In recent months many of us have been able to work remotely as digital technologies have helped to transform the way businesses operate. Upstream oil is no exception, but despite the benefits of digitising processes being understood, major operators have remained resistant to change.
In June 2020, Deloitte’s ‘digital maturity index’ announced that upstream oil is falling significantly behind other industries including automotive, process manufacturing and aerospace. This need not be the case, in the upstream sector digitisation can be used to better automate oil production, providing remote instructions to support field maintenance and facilitate the continuous processing of data for greater visibility.
But despite these business benefits, often the perceived costs to develop digital processes and integrate them with legacy systems or just lethargy has proved to be a ‘barrier’. The pandemic has led many operators however, to re-evaluate the potential of industry 4.0 in their workstreams. With businesses already disrupted, companies are now more willing to consider new, smarter ways of working.
They are looking for new digital solutions to keep their people safe and their operations productive, being able to tap into and monitor data from industry 4.0 solutions is a major differentiator, those that don’t adopt newer technologies and processes risk being left behind.
Digital transformation: where to start?
But knowing where and how to start, can be a challenge for many. Digital transformation is a case of identifying the business challenges that need to be met and addressing how these technologies can help. Whether it’s operational productivity, health and safety compliance or on-boarding.
Prior to the pandemic, Intoware developed its workflow platform WorkfloPlus specifically for use with both mobile and augmented reality (AR) technologies. The aim was to help digitise workflows, audit and compliance processes required by upstream operators.
By switching to digital work instructions, upstream operators not only get measured productivity improvements (over 200% in some cases), they build a huge bank of data for audits and also use the same information to predict when failures may occur. The very nature of high-risk oil exploration and production means that health and safety, compliance and audit checks are very detailed. Unless these processes are done digitally, they create a massive volume of paper which is difficult to tracks and impossible to measure with any degree of accuracy.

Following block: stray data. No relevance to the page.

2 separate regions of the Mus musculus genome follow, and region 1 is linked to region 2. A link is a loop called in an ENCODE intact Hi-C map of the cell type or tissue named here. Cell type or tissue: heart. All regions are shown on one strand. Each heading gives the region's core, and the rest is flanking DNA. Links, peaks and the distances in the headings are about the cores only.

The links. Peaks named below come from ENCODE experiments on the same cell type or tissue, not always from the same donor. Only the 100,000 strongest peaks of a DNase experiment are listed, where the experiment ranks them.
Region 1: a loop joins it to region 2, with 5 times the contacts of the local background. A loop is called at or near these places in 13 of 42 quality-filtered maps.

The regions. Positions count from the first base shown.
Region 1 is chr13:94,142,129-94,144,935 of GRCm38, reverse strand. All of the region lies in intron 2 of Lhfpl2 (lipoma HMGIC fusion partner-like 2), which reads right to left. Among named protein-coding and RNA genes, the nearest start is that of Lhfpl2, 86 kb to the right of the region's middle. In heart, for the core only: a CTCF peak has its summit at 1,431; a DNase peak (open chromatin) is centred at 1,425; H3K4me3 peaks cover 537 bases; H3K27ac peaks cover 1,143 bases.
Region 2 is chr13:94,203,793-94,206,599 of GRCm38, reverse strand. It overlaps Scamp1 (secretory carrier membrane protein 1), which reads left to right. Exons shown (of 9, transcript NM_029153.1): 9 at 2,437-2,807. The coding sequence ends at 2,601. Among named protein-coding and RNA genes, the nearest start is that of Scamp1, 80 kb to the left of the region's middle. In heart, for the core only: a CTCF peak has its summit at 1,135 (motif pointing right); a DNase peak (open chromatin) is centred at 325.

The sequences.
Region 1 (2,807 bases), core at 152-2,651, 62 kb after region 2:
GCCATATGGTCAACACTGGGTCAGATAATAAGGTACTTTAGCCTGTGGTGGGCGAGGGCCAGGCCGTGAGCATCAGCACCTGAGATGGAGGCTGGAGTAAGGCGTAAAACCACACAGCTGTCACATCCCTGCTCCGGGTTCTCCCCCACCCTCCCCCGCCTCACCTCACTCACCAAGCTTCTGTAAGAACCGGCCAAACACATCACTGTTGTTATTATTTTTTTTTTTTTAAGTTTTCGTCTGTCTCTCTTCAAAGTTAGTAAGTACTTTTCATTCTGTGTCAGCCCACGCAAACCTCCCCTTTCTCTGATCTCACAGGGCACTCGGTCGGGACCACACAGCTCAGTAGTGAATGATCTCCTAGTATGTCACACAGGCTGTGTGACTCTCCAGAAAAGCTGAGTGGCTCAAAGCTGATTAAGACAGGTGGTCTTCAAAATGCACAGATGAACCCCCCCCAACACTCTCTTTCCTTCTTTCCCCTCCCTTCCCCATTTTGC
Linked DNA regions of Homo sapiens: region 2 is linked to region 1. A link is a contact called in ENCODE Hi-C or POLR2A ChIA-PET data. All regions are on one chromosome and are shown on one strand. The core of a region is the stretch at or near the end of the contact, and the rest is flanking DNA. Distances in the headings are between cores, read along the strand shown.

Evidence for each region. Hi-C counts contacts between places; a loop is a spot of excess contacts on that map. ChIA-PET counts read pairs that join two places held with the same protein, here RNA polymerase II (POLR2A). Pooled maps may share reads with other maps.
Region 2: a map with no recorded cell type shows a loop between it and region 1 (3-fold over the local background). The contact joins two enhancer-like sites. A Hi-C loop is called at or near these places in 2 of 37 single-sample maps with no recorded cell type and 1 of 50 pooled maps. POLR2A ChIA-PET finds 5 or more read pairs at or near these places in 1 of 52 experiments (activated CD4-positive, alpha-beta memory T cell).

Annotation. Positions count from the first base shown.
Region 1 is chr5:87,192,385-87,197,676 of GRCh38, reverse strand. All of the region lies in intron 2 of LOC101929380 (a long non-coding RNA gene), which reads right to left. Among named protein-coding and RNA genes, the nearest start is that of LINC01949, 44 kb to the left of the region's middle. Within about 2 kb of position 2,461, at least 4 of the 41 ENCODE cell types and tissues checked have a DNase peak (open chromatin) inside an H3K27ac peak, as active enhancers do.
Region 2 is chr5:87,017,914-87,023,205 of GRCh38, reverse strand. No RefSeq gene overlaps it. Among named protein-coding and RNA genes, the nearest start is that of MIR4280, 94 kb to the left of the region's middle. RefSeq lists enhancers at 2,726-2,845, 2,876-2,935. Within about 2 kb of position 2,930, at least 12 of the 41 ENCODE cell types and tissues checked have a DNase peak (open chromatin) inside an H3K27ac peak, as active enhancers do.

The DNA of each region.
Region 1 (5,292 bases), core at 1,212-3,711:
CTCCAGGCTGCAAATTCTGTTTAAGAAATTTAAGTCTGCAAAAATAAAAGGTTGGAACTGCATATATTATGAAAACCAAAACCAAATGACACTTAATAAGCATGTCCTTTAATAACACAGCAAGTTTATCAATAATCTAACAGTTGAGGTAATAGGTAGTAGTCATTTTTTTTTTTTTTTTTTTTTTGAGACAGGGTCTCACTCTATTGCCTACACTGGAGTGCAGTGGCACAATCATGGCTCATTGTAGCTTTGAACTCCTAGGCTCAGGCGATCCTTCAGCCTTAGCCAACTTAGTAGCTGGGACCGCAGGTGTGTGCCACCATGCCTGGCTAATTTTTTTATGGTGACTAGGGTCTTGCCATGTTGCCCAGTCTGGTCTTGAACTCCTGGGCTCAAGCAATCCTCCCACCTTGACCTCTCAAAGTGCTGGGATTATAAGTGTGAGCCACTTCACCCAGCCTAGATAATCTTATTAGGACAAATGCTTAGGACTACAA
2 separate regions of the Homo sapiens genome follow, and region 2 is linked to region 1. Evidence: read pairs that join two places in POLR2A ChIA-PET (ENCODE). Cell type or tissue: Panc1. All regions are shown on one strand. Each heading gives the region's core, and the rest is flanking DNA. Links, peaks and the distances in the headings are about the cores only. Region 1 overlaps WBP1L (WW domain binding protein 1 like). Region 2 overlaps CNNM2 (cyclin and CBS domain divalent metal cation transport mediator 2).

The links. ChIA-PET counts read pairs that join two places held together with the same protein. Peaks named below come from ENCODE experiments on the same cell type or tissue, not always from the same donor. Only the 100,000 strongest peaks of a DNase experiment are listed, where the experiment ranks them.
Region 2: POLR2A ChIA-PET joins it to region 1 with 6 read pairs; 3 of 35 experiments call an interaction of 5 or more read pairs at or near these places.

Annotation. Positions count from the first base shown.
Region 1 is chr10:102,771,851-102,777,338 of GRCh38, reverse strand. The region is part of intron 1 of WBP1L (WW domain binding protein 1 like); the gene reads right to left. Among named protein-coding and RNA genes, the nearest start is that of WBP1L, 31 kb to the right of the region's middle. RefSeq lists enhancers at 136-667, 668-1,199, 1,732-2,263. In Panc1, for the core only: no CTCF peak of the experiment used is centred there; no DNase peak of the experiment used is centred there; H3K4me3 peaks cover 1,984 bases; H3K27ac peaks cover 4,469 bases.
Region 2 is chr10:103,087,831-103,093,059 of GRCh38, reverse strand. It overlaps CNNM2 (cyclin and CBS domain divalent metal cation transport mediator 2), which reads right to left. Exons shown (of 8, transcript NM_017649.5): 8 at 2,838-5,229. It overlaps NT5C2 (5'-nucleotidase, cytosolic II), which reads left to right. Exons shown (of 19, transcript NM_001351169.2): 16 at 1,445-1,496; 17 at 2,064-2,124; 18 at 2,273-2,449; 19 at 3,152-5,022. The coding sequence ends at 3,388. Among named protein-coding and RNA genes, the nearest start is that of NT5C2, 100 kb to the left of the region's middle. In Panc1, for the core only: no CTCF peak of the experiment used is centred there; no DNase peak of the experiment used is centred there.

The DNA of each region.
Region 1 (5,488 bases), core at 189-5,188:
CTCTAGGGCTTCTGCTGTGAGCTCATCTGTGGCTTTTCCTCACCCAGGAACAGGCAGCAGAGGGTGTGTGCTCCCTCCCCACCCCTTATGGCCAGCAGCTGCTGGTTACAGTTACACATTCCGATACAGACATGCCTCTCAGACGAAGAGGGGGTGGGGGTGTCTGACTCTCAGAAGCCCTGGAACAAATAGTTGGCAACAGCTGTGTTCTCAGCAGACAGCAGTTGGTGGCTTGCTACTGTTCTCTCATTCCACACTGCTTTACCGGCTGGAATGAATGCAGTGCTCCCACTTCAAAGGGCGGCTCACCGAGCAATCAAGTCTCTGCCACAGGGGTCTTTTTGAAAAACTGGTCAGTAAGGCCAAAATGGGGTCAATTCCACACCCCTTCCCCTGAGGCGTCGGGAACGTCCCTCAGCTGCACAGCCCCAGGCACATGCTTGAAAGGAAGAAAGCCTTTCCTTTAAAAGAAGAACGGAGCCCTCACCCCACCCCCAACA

Done digitally however, anybody from the worker, to the supervisor or auditor can see the characteristics of a check in real-time, the impact it has and provide digital evidence, such as a photos, videos or data, to know if done correctly – all in a faction of the time.
The capture, analysis and utilisation of this knowledge is therefore, a real ‘game-changer’ for upstream operators. By providing real-time data capture, workflow technology is allowing analytics to deliver new insights that will help deliver greater efficiencies, cut costs and drive innovation. But how do these technologies improve worker safety when operating, inspecting and maintaining equipment used in upstream oil production?
When our automation platform WorkfloPlus is integrated with wearable computers (e.g. HMT-1 headsets from our partner Realwear), it helps make safety a reality by allowing workers to make decisions using a single ‘hands-free’ device mounted to a hard-hat. Offshore technicians comply with safety protocols and that compliance is recorded so there is electronic evidence.
Offshore technicians, especially those who are new to the job may require maintenance support. The HMT-1 headset enables them to contact a remote expert, who can use live video to instruct the technician and send them annotations that they can see on their device as if they were projected on the equipment itself, ideal for an emergency repair.
The ‘hands-free’ workplace
Currently, government rules mean it’s not safe to be within two meters of another person and we won’t be able to touch our devices without wiping them down or eliminating them completely. This means it’s more difficult than ever to make inspections and take photos or videos or rely on your handheld or wearable device. Covid-19 has made everything more challenging, so operators are looking to introduce more contactless solutions to safeguard lives.
While we all hope the crisis from Covid-19 is now under control, can the industry really afford to bide its time on new technologies that deliver operational productivity and efficiency improvements? According to a 2019 study by Rystad Energy, ‘up to US$100 billion can be saved from E&P upstream budgets through automation and digitisation’ – so why risk being left behind?
Read the article online at: https://www.oilfieldtechnology.com/special-reports/31072020/after-covid-19-why-the-upstream-oil-must-get-smarter-by-going-digital/
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The well was drilled by the ‘Deepsea Stavanger’ drilling rig, about 25 km southwest of the Oseberg field in the North Sea and 150 km west of Bergen.